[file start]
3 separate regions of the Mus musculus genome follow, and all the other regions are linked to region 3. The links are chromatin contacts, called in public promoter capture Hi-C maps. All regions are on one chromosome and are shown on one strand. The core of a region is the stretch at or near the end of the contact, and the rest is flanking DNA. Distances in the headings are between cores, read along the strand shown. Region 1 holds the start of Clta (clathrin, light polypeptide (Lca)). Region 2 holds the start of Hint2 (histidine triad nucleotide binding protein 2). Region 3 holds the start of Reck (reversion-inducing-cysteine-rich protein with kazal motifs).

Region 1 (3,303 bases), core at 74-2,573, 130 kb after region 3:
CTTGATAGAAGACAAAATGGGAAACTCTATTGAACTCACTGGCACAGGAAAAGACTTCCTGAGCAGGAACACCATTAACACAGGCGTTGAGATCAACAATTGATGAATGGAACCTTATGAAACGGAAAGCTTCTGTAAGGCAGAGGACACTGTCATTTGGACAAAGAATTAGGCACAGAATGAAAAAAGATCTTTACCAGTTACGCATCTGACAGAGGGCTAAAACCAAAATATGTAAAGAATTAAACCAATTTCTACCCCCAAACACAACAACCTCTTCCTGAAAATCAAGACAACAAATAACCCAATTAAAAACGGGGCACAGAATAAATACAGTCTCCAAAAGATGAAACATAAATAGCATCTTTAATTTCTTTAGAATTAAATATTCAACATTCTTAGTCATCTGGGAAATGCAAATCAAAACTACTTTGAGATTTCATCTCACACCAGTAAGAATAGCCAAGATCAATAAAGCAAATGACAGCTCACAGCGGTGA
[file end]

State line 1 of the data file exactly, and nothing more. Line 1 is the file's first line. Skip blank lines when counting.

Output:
3 separate regions of the Mus musculus genome follow, and all the other regions are linked to region 3. The links are chromatin contacts, called in public promoter capture Hi-C maps. All regions are on one chromosome and are shown on one strand. The core of a region is the stretch at or near the end of the contact, and the rest is flanking DNA. Distances in the headings are between cores, read along the strand shown. Region 1 holds the start of Clta (clathrin, light polypeptide (Lca)). Region 2 holds the start of Hint2 (histidine triad nucleotide binding protein 2). Region 3 holds the start of Reck (reversion-inducing-cysteine-rich protein with kazal motifs).